Enigma

Two riddles wrapped in a mystery wrapped in a codebreaking thriller inside 'Enigma'
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The Independent Culture

Michael Apted's meticulously crafted thriller, which is set in 1943, evokes an image of England familiar from news- reels of the time. This is an austere, grey-hued world where the men – at least, those not in uniform – wear drab suits and well-nigh permanent frowns, the women with their demure floral dresses and hairpins all look like Phyllis Calvert, and everybody seems to be feeling the strain after four years of war.

Apted, the film's director, and his cinematographer, Seamus McGarvey, have aimed for a desaturated look. The only splashes of colour are provided by the femme fatale Claire (Saffron Burrows), who has hair like Rita Hayworth in Gilda and a penchant for wearing violently red lipstick.

Mick Jagger's co-producer on the film, Lorne Michaels, has characterised it as a "hacker wins World War Two" yarn, but Enigma is not to be mistaken for a teen flick. The egghead protagonist, Tom Jericho (played with Eeyore-like gloom by Dougray Scott), spends much of the film trying to decipher Germany's new "Enigma" codes. He's a nervous presence, lacking the gumption of his endlessly enthusiastic accomplice, Hester (Kate Winslet in Joyce Grenfell mode.)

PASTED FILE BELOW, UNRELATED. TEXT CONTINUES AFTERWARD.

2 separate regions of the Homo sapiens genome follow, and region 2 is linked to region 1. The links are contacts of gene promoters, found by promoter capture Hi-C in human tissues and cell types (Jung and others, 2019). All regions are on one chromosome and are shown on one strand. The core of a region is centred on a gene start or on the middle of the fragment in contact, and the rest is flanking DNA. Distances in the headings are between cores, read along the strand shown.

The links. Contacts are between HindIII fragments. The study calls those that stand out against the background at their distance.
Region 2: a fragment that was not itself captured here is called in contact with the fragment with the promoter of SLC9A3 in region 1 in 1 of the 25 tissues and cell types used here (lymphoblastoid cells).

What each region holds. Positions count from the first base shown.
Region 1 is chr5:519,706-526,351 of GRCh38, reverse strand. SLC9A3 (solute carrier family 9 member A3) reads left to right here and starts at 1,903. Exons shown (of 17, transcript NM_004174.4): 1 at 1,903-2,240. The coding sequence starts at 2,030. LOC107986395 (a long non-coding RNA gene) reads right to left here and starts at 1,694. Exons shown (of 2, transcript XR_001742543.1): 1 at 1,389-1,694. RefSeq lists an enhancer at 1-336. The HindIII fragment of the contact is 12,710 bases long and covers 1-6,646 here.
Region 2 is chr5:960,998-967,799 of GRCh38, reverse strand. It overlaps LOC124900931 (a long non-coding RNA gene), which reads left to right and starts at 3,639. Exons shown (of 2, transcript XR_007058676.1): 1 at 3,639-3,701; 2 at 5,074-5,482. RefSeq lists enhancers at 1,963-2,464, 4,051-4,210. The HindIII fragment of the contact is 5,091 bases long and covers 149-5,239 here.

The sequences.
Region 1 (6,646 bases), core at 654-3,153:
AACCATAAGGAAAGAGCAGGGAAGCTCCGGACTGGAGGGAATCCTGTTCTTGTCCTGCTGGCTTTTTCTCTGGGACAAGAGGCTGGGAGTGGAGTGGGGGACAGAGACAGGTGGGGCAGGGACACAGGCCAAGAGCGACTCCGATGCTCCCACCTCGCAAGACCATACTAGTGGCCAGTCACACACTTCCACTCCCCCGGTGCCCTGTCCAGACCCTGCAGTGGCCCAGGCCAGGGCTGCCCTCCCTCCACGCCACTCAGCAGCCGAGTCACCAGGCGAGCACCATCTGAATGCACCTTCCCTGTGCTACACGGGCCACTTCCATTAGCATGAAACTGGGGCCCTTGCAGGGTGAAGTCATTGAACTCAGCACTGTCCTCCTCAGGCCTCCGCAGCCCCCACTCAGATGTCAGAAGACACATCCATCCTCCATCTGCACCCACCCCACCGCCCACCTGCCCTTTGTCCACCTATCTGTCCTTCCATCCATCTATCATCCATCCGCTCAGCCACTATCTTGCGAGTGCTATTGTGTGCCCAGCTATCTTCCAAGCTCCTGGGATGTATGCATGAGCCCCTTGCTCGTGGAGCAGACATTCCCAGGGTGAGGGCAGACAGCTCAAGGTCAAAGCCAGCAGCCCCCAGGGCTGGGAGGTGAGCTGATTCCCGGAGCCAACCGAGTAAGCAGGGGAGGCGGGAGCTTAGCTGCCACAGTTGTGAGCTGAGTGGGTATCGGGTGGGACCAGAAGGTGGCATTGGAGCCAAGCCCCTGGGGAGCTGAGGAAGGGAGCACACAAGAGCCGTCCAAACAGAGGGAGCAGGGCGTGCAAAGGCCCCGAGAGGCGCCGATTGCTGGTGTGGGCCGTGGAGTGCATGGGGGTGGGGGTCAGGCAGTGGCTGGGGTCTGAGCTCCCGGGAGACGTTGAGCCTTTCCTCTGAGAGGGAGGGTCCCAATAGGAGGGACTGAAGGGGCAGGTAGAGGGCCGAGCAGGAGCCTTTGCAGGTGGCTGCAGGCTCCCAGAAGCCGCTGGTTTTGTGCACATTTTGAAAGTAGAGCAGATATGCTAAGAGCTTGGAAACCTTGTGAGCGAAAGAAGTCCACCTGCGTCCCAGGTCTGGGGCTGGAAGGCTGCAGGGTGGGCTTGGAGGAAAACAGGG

The fascination of the film lies in the ambivalence of its attitude toward wartime Britain. At its most nostalgic, the film seems like a wartime flagwaver made half a century too late – but if Apted celebrates the best of British, he also shows the worst.

As Robert Harris noted in his 1995 novel, Enigma (from which the film is adapted), Bletchley Park – the wartime codebreaking centre in Buckinghamshire, where most of the movie's action is set – was "a paradigm of the English class system". It is represented as a hive of voyeurism, eavesdropping and bureaucracy. Snobbery and sexism are rife. The Secret Service, as embodied by Jeremy Northam's sleek, cynical agent, Wigram, is as careless about human life as the Nazis.

Tom Stoppard's screenplay deftly interweaves the two "enigmas" of the story – the signals that Jericho must try to decode, and the mysterious fate of Claire, who seemingly abandons him after a brief affair and may have gone over to the enemy. As he rifles through her underwear drawer, however, sexual jealousy is what seems to be driving him rather than patriotism.

Apted's last feature, The World Is Not Enough, grossed more than $300m. Enigma has little chance of managing the same, but, in its own way, it is a much better movie. A triumph for the British film industry? Not exactly: there's not a penny of British money in it. The film owes its existence to Dutch tax breaks and big-pocketed German backers. As Apted lamented: "Here's a film about England beating Germany in the war – and Germany paid for it."

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